UNITED STATES COUNCIL FOR INTERNATIONAL BUSINESS
"U.S. Perspectives on Consumer Protection in the Global Electronic Marketplace - Comment, P994312."
The United States Council for International Business (USCIB) appreciates the opportunity to provide our views on Consumer Protection in the Global Electronic Marketplace in response to the Federal Trade Commission Request for Comment.
It is the view of the members of the USCIB that effective consumer protection is vital to ensure consumer trust in the online environment and consequently the continued growth of electronic commerce. To that end, business has developed and is continuing to develop technology solutions that empower the user to make informed decisions regarding online activities, codes of conduct, etc.
The USCIB would like to offer a set of evolving principles that our members believe should drive the debate on consumer protection in the context of global networks:
1. Policies should be market-driven and industry-led.
2. Policies should, where appropriate, be internationally compatible and should not impose a burden on international trade.
3. Premature conclusions on issues that are unresolved given the nascent state of electronic commerce (for example, choice of law) should be avoided. Such premature conclusions could have unforeseen negative consequences on the continued growth of electronic commerce.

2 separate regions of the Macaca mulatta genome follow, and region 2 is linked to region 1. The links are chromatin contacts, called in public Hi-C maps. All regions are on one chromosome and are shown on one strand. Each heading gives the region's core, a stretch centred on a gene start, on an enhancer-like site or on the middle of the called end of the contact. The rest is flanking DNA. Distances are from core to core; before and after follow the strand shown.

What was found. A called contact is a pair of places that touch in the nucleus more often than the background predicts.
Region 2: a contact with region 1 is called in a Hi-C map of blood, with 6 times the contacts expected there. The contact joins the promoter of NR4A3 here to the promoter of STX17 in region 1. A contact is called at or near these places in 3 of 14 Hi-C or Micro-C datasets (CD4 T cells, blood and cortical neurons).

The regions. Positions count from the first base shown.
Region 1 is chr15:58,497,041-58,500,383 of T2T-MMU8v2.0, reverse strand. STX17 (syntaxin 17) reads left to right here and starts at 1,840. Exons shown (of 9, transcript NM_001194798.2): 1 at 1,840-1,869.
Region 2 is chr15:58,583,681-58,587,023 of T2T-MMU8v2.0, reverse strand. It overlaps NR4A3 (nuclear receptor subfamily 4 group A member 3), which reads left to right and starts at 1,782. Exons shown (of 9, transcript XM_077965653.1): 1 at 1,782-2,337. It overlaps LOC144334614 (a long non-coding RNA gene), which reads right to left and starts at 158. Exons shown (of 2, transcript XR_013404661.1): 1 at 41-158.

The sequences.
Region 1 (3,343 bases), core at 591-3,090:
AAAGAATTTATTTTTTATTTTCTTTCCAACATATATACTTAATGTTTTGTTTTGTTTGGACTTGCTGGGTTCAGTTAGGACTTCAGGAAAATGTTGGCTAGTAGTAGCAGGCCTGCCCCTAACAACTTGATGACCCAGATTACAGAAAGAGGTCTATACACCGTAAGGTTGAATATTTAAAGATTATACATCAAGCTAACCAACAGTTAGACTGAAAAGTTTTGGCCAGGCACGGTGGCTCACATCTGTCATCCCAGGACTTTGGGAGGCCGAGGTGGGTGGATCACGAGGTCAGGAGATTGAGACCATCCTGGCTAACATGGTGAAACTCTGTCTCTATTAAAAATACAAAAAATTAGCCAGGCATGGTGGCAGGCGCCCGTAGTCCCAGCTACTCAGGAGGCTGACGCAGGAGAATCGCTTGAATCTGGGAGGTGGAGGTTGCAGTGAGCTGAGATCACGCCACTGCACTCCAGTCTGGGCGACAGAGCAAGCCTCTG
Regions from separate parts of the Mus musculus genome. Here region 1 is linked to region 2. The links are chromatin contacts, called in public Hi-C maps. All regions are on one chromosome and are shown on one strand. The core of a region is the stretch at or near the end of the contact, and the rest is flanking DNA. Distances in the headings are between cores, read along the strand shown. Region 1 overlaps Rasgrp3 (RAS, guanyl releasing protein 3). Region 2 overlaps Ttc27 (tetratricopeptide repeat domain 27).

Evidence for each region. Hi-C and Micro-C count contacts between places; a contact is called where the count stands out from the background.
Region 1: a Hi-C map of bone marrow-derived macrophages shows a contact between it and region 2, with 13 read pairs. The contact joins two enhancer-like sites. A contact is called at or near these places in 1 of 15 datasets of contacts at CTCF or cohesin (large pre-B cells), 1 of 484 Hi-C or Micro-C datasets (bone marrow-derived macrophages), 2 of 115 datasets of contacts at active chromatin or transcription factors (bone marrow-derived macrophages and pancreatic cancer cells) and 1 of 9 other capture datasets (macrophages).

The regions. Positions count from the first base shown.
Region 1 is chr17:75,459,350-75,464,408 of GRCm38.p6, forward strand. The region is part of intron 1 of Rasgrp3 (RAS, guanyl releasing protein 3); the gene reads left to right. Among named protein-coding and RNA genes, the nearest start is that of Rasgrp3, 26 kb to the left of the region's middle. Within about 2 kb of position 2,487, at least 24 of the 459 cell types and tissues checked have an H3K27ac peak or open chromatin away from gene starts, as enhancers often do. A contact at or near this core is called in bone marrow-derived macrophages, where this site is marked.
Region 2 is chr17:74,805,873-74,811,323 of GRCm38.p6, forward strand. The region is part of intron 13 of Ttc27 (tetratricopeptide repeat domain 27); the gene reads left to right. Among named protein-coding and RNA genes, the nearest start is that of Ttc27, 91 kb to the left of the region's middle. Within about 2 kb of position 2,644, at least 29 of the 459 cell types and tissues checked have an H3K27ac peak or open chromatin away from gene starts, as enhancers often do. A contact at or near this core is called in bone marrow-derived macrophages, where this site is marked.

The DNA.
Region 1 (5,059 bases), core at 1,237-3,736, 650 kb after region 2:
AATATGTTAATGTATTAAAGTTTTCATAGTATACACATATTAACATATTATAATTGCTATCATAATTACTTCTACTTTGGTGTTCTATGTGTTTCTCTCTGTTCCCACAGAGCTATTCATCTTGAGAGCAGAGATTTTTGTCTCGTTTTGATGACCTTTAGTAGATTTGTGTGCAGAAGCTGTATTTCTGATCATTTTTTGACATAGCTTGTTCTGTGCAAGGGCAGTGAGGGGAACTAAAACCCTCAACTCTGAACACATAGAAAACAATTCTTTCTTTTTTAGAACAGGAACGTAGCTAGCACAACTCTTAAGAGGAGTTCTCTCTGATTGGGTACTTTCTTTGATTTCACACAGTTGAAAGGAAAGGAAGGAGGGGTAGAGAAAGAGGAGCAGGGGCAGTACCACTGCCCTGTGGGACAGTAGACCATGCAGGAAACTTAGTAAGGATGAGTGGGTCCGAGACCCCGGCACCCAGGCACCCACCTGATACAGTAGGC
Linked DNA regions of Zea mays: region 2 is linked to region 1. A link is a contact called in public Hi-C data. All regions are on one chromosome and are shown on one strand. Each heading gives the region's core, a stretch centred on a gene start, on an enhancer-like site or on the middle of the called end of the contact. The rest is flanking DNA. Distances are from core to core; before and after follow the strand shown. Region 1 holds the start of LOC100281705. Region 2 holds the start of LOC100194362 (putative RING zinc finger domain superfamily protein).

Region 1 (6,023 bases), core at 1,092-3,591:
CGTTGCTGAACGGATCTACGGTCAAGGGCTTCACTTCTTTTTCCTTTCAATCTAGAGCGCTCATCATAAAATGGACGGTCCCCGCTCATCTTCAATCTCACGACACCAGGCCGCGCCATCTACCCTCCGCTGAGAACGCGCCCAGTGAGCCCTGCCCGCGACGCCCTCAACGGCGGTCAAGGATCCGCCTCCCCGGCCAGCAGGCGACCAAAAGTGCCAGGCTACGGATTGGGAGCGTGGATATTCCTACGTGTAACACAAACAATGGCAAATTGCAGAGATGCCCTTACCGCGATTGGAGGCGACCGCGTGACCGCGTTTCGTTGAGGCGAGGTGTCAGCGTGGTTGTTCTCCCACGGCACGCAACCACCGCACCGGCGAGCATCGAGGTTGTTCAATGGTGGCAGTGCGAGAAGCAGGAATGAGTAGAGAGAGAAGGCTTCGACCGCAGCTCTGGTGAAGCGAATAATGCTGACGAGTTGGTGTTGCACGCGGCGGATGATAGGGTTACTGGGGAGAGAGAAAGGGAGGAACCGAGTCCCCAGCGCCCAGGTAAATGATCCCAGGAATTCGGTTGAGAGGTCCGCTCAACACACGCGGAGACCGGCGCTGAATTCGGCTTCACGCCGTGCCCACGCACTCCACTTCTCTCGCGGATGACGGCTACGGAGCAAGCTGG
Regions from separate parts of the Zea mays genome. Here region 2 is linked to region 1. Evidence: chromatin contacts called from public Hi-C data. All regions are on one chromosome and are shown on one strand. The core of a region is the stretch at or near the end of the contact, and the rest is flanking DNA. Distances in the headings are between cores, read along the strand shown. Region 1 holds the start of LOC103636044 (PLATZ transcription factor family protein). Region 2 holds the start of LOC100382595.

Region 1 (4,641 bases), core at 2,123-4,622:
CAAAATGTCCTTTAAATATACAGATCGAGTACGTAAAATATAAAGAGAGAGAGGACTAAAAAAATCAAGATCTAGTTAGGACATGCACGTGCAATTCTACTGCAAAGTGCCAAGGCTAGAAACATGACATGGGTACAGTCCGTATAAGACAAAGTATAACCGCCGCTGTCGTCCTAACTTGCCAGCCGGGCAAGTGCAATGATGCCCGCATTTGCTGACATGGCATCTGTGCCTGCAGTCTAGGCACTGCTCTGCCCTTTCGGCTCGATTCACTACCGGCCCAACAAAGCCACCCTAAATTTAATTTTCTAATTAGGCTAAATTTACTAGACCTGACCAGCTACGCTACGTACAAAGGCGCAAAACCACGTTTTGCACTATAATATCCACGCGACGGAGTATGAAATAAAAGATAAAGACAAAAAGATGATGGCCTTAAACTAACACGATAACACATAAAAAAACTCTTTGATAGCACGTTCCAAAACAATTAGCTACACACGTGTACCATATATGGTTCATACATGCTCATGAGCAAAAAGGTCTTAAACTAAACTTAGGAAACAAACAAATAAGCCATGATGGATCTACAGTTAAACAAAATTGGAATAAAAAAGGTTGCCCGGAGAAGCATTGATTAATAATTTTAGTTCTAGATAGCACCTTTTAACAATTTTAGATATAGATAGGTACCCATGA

4. Special consideration should be given to horizontal issues - the debate on consumer protection should not try to resolve issues that will have ramifications on areas beyond consumer protection.
5. There should be a maximum reliance on self-regulation as the means to best offer effective consumer protection in the dynamic and evolving online environment.
6. Consumer Protection policies in the context of global networks should not be more onerous than those guiding the offline environment.
7. Policies should be technology neutral and should be able to accommodate new and emerging online business models.
8. The objective of polices should be to promote consumer empowerment- policies should not be prescriptive.
9. Policies should promote rather than infringe upon the right of parties to enter into contracts on terms mutually acceptable to them.
10. Policies should recognize the special circumstances and interactive nature of the online medium: policies should be workable and implementable in the global networked environment.
Thank you for your consideration. Please do not hesitate to contact us if you have any questions regarding this comment.
Submitted: March 25, 1999